I used to be terrified of making videos for social media and I was totally self-conscious on video calls. I never seemed to look as polished as the influencers I followed. That all changed the first time I was interviewed in a professional news studio and realized that the secret is all in the light. The anchors were attractive, of course, but the magic really happened when we all sat under those gorgeous lights. A great video lighting setup doesn’t have to be expensive or complicated, and it makes all the difference in looking bright, energized, and well. Let’s dive into what you need to know to make your videos shine!

Why Video Lighting is Key to Making You Look Great

Have you ever watched a video and been distracted by poor lighting? It’s not a good look. Adequate lighting is essential to making you look your best on camera. Whether you’re creating a talking-to-camera piece, a product demo, or a full-blown video production, the right lighting can make all the difference. You’ll look more polished and professional, and your message will be clearer and more engaging.

What You Need in a Video Lighting Setup

So, what do you need in a video lighting setup? You might be pleasantly surprised:

  1. Lighting Equipment: This includes lamp (you’ll want to play around with different bulbs as they can cast a white or yellow light) or other light source like a ring light, a stand, and any accessories you need to position and control the lighting. Many professional sets comes with remotes to change the temperature and intensity while you’re setting up for your video. You might consider a lighted stand that holds your phone for filming or streaming overhead demonstrations on a tabletop. To keep it really simple and affordable, you can also try standing in front of an open window – you just need light shining directly at you and not from behind you which creates a weird halo effect and makes it tough to see your face.
  2. Power: If you’re using a lamp or ring light, you’ll need access to electricity to power your lighting equipment. Make sure you have enough outlets and extension cords to set up your light (or lights) in the right position. I carry a portable LED light setup that uses batteries and I keep spare batteries on hand, too. This is great for unforeseen filming opportunities to brighten up a dark corner when shooting on the fly.
  3. Space: Depending on the size of your lighting equipment, you’ll need enough space to set up your lights and position yourself in front of the camera.

Easy peasy!

How to Set Up Lighting for a Simple “Talking-to-Camera” Piece

If you’re creating a simple talking-to-camera piece, you don’t need a lot of fancy equipment. Here’s how to set up lighting for a professional look:

  1. Find a well-lit space: Look for a location with plenty of natural light or bright overhead lights.
  2. Position yourself facing the light: Make sure you’re facing the light source, whether it’s a window or a lamp. This will ensure that your face is well-lit, and your eyes are visible. Eye contact builds trust with your audience, we don’t want them covered in shadows.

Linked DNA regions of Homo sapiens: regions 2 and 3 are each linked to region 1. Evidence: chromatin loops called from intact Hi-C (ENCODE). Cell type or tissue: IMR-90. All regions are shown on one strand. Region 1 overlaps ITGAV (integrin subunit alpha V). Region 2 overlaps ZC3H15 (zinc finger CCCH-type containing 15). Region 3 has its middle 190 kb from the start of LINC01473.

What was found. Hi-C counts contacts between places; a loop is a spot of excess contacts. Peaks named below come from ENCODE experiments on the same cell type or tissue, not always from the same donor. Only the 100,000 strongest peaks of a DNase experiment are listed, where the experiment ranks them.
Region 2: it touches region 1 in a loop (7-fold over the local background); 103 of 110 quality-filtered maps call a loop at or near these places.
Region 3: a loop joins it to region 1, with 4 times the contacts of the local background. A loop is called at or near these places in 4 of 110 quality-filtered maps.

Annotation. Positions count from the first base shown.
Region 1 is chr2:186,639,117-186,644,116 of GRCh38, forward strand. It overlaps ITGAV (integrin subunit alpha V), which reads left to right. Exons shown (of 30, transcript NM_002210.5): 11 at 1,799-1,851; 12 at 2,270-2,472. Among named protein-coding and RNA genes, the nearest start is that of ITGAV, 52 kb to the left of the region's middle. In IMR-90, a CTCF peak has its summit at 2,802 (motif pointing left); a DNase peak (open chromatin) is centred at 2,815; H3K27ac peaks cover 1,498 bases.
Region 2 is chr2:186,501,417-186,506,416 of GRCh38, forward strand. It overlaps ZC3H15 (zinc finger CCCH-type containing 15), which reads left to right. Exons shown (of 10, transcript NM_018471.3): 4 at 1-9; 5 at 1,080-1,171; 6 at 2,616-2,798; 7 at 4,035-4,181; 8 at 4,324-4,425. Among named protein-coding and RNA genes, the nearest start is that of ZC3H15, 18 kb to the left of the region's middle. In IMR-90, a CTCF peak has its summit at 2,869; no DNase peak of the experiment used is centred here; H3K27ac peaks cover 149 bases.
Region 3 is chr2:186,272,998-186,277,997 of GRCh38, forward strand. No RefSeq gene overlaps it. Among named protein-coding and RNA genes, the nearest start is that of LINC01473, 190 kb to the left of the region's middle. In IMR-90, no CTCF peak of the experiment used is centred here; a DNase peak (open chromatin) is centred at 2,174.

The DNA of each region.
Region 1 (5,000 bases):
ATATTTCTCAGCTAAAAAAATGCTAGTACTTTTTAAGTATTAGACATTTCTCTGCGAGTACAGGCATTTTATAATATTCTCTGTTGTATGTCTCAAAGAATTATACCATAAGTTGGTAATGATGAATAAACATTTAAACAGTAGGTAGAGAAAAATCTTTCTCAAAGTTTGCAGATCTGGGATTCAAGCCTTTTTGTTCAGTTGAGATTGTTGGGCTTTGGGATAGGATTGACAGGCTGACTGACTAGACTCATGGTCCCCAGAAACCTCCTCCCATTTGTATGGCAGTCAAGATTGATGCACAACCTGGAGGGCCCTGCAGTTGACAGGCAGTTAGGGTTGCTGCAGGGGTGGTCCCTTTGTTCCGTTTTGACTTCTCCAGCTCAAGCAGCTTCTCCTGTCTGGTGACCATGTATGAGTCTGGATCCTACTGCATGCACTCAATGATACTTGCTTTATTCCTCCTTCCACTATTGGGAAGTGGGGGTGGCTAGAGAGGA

3. Use a reflector: It’s not necessary, but if you plan to film regularly, consider using a reflector to bounce light back onto your face. This will help fill in any shadows and create a more even look.

How to Set Up Lighting for Video

If you’re creating a more complex video, you’ll need a more advanced video lighting setup. Many professional video productions use three-point lighting. As the name suggests this involves using three lights: a key light, a fill light, and a backlight.

  1. Key light: The key light is the main light source and should be positioned to one side of the camera and pointing directly at you. It should be brighter than the other lights and provide the most illumination on your face.
  2. Fill light: The fill light is used to fill in the shadows created by the key light. It should be positioned on the opposite side of the camera from the key light and be less bright.
  3. Backlight: The backlight is used to create separation between you and the background. It should be positioned behind you and above the camera.
  4. Adjust the lights: Once you have your lights set up, adjust them until you have the right amount of illumination and minimal shadows.

Now that you know the essentials of setting up a video lighting setup, it’s time to get started! Don’t let bad lighting hold you back – with the right setup, you can create professional and polished video content that your audience will love. Grab your lighting equipment and get started! Remember to experiment with different lighting setups to find the one that works best for your needs. And don’t forget to have fun – making videos should be a creative and enjoyable process.

Check out our ring light and lighted phone holder at our online store and take your video calls and social media to the next level.